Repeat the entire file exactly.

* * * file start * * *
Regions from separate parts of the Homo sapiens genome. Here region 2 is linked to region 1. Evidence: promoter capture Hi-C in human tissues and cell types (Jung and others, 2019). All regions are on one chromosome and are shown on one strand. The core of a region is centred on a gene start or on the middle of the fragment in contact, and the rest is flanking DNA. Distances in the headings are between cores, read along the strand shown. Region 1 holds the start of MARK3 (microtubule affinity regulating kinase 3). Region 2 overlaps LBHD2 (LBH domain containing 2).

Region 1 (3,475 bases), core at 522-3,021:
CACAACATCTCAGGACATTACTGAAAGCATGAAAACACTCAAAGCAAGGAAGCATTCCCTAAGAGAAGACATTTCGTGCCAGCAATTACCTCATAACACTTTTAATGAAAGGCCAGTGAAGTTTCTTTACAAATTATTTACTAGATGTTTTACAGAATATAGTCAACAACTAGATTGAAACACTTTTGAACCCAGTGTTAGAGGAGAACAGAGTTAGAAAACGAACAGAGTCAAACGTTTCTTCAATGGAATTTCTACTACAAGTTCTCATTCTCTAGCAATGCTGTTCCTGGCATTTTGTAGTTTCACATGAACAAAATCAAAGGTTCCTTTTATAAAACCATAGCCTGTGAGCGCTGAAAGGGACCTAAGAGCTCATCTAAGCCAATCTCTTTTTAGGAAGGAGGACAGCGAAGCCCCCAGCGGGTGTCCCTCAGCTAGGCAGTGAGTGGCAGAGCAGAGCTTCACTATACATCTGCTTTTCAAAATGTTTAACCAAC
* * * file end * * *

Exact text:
Regions from separate parts of the Homo sapiens genome. Here region 2 is linked to region 1. Evidence: promoter capture Hi-C in human tissues and cell types (Jung and others, 2019). All regions are on one chromosome and are shown on one strand. The core of a region is centred on a gene start or on the middle of the fragment in contact, and the rest is flanking DNA. Distances in the headings are between cores, read along the strand shown. Region 1 holds the start of MARK3 (microtubule affinity regulating kinase 3). Region 2 overlaps LBHD2 (LBH domain containing 2).

Region 1 (3,475 bases), core at 522-3,021:
CACAACATCTCAGGACATTACTGAAAGCATGAAAACACTCAAAGCAAGGAAGCATTCCCTAAGAGAAGACATTTCGTGCCAGCAATTACCTCATAACACTTTTAATGAAAGGCCAGTGAAGTTTCTTTACAAATTATTTACTAGATGTTTTACAGAATATAGTCAACAACTAGATTGAAACACTTTTGAACCCAGTGTTAGAGGAGAACAGAGTTAGAAAACGAACAGAGTCAAACGTTTCTTCAATGGAATTTCTACTACAAGTTCTCATTCTCTAGCAATGCTGTTCCTGGCATTTTGTAGTTTCACATGAACAAAATCAAAGGTTCCTTTTATAAAACCATAGCCTGTGAGCGCTGAAAGGGACCTAAGAGCTCATCTAAGCCAATCTCTTTTTAGGAAGGAGGACAGCGAAGCCCCCAGCGGGTGTCCCTCAGCTAGGCAGTGAGTGGCAGAGCAGAGCTTCACTATACATCTGCTTTTCAAAATGTTTAACCAAC